The Ethnic Issue in Modern Russia – Part I

Dear Readers:

For today’s post I have a very interesting essay by Irina Alksnis.  I have been reading Irina’s essays for a while, and I can’t figure out if she is related to Soviet-Russian politician Viktor Alksnis.  Viktor Imantovich Alksnis was born in 1950.  As an ethnic Latvian he was a member of the Supreme Soviet of the Latvian SSR (1990-1991), was a dedicated Communist, and fought for the preservation of the Soviet Union.  Losing that battle, he went on to be elected as parliamentarian to several sessions of the Russian Duma.  He continues to write, and to be active politically.  Irina’s CV shows that she graduated from the Pushkin Lyceum in Riga in  1993, and then from a Moscow institution of higher education, in 2000.  Doing the math, Irina is possibly Viktor’s daughter, but I’m not sure.

Irina Alksnis

Anyhow, in her current essay Irina writes about the nationalities policies of the Russian Federation and is mostly approving of the government’s efforts to prevent any major disturbances along the ethnic fault lines.

Irina’s starting point is the meeting of the Council of Intra-National Relations which took place in Astrakhan a couple of days ago, on 31 October.  Note the word “intra-national” as distinguished from “inter-national”.  What a difference one letter can make:   “Intra” denotes relations between different groups and nationalities living within the same nation-state, in this case the Russian Federation.

At the Astrakhan conference, Russian President Putin gave a big speech in which he supported a proposed new law called “About the Russian Nation”.  The purpose of this law is to amend and supercede the Preamble to the Constitution of the Russian Federation.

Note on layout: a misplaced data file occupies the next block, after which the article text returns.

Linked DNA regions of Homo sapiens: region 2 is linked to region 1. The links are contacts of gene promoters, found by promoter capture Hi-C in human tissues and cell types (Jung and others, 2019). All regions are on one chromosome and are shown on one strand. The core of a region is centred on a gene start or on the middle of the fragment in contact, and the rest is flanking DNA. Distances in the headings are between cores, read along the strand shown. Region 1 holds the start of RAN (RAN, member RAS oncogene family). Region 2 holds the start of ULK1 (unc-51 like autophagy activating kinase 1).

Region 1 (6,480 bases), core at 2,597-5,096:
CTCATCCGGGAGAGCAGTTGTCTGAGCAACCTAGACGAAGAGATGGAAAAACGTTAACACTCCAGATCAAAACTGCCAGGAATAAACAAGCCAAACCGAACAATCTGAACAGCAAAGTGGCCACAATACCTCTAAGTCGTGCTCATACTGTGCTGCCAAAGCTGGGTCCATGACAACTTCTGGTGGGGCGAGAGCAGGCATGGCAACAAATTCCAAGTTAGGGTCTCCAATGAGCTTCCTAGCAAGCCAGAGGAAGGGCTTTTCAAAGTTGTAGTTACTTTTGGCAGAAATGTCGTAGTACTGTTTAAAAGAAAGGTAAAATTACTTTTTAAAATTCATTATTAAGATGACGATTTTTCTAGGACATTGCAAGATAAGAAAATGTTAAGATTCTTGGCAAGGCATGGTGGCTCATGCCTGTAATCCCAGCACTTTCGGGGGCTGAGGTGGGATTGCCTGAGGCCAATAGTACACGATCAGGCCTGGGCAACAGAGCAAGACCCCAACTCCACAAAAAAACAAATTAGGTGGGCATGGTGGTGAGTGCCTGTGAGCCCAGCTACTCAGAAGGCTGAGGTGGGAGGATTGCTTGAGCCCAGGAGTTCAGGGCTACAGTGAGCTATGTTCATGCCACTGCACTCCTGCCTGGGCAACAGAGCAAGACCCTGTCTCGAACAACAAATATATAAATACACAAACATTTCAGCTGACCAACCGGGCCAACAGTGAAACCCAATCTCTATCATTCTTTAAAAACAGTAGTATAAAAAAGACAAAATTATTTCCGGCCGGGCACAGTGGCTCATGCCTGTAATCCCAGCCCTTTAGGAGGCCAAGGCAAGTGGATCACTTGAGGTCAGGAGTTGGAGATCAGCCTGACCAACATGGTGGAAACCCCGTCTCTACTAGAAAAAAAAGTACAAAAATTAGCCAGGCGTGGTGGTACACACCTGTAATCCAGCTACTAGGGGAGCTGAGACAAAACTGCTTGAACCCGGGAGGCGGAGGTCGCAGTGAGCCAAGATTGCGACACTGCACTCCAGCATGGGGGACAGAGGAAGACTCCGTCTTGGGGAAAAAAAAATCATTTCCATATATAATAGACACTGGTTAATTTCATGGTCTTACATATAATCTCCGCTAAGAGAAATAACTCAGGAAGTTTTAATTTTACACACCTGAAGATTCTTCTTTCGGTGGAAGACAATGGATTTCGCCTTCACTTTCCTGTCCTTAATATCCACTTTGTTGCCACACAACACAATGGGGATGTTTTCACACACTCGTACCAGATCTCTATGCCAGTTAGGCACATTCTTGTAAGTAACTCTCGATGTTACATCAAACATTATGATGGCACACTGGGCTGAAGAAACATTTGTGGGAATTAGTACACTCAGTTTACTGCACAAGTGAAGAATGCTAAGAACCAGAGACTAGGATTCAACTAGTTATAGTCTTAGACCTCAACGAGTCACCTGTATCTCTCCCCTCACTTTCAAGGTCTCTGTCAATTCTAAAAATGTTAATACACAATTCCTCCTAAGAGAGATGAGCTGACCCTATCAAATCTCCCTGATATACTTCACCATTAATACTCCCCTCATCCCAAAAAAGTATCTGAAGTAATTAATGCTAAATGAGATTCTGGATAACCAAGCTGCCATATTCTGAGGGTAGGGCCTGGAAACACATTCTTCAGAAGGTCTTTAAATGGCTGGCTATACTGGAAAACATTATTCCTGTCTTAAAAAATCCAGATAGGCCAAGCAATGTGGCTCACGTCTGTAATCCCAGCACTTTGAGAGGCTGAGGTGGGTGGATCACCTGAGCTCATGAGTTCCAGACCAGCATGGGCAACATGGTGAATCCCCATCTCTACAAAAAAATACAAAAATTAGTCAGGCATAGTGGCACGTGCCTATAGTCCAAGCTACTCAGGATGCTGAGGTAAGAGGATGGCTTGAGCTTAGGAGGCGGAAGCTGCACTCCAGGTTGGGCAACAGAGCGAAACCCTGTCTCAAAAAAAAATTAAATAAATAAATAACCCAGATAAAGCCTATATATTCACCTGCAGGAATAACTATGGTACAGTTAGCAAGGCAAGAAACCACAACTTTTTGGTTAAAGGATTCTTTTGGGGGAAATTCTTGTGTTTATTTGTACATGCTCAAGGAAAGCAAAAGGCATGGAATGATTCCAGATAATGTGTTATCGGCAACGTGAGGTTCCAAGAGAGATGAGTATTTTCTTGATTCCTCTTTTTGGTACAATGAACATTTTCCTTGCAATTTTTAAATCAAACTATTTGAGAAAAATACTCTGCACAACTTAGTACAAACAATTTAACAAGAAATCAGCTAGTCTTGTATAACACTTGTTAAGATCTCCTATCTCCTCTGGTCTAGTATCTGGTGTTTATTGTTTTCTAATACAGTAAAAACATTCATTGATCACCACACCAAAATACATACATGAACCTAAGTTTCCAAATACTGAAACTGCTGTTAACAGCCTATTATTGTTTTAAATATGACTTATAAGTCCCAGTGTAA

Russian vs Russian

Now, about the word “Russian“.  Unfortunately English has only one word here, which is used to translate two different Russian words.  The result is confusion and sometimes even an opposite rendering of the meaning.  In Russian there are two separate words:  русский (“Russkiy”) means “Russian” in the ethnic sense.  Like, you’re physically a Slavic type and you (hopefully) speak the Russian language at home.  The other word is российский (“Rossiyskiy”) which means “a citizen of the Russian Federation”.  Ethnically, you could be anything:  a Latvian, a Tatar, an Udmurt, a Steven Seagal, an actual Russian, there are even around 40,000 Afro-Russians,  And all of these different types of people are российские “Russians” because they hold a Russian passport.